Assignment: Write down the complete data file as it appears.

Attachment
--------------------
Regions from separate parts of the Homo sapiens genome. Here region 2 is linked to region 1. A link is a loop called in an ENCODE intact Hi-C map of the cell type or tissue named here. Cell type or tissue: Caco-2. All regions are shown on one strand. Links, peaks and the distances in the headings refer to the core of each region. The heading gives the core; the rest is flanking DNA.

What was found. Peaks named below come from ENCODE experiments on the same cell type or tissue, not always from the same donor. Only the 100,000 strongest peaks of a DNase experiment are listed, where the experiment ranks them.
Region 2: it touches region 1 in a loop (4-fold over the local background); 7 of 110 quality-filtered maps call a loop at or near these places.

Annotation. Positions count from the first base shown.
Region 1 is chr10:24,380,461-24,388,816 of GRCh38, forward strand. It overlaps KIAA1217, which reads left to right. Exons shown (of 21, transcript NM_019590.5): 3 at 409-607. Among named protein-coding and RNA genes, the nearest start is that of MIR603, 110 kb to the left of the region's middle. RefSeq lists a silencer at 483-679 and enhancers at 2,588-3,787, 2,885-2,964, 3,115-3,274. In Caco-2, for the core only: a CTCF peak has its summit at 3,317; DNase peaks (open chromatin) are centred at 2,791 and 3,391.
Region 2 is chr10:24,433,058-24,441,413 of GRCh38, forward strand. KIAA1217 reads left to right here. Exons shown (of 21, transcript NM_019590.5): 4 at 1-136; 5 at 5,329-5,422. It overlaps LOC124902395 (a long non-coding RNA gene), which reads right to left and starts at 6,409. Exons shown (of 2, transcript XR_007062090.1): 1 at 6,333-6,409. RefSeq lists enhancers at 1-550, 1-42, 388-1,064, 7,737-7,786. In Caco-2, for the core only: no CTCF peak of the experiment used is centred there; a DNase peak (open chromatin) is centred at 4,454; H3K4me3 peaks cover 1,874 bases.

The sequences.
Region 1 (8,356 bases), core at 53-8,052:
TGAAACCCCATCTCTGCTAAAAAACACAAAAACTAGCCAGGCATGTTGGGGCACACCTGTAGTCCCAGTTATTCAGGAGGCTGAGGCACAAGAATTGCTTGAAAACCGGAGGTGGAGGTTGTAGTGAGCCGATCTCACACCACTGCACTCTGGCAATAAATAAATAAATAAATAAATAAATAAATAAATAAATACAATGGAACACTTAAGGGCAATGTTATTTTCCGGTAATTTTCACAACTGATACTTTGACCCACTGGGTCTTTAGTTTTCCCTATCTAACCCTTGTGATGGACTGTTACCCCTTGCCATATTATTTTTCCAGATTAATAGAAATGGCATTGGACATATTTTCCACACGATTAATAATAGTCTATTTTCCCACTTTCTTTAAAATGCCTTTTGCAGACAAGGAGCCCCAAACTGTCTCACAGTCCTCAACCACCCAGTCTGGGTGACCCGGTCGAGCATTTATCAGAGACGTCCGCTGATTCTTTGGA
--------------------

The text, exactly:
Regions from separate parts of the Homo sapiens genome. Here region 2 is linked to region 1. A link is a loop called in an ENCODE intact Hi-C map of the cell type or tissue named here. Cell type or tissue: Caco-2. All regions are shown on one strand. Links, peaks and the distances in the headings refer to the core of each region. The heading gives the core; the rest is flanking DNA.

What was found. Peaks named below come from ENCODE experiments on the same cell type or tissue, not always from the same donor. Only the 100,000 strongest peaks of a DNase experiment are listed, where the experiment ranks them.
Region 2: it touches region 1 in a loop (4-fold over the local background); 7 of 110 quality-filtered maps call a loop at or near these places.

Annotation. Positions count from the first base shown.
Region 1 is chr10:24,380,461-24,388,816 of GRCh38, forward strand. It overlaps KIAA1217, which reads left to right. Exons shown (of 21, transcript NM_019590.5): 3 at 409-607. Among named protein-coding and RNA genes, the nearest start is that of MIR603, 110 kb to the left of the region's middle. RefSeq lists a silencer at 483-679 and enhancers at 2,588-3,787, 2,885-2,964, 3,115-3,274. In Caco-2, for the core only: a CTCF peak has its summit at 3,317; DNase peaks (open chromatin) are centred at 2,791 and 3,391.
Region 2 is chr10:24,433,058-24,441,413 of GRCh38, forward strand. KIAA1217 reads left to right here. Exons shown (of 21, transcript NM_019590.5): 4 at 1-136; 5 at 5,329-5,422. It overlaps LOC124902395 (a long non-coding RNA gene), which reads right to left and starts at 6,409. Exons shown (of 2, transcript XR_007062090.1): 1 at 6,333-6,409. RefSeq lists enhancers at 1-550, 1-42, 388-1,064, 7,737-7,786. In Caco-2, for the core only: no CTCF peak of the experiment used is centred there; a DNase peak (open chromatin) is centred at 4,454; H3K4me3 peaks cover 1,874 bases.

The sequences.
Region 1 (8,356 bases), core at 53-8,052:
TGAAACCCCATCTCTGCTAAAAAACACAAAAACTAGCCAGGCATGTTGGGGCACACCTGTAGTCCCAGTTATTCAGGAGGCTGAGGCACAAGAATTGCTTGAAAACCGGAGGTGGAGGTTGTAGTGAGCCGATCTCACACCACTGCACTCTGGCAATAAATAAATAAATAAATAAATAAATAAATAAATAAATACAATGGAACACTTAAGGGCAATGTTATTTTCCGGTAATTTTCACAACTGATACTTTGACCCACTGGGTCTTTAGTTTTCCCTATCTAACCCTTGTGATGGACTGTTACCCCTTGCCATATTATTTTTCCAGATTAATAGAAATGGCATTGGACATATTTTCCACACGATTAATAATAGTCTATTTTCCCACTTTCTTTAAAATGCCTTTTGCAGACAAGGAGCCCCAAACTGTCTCACAGTCCTCAACCACCCAGTCTGGGTGACCCGGTCGAGCATTTATCAGAGACGTCCGCTGATTCTTTGGA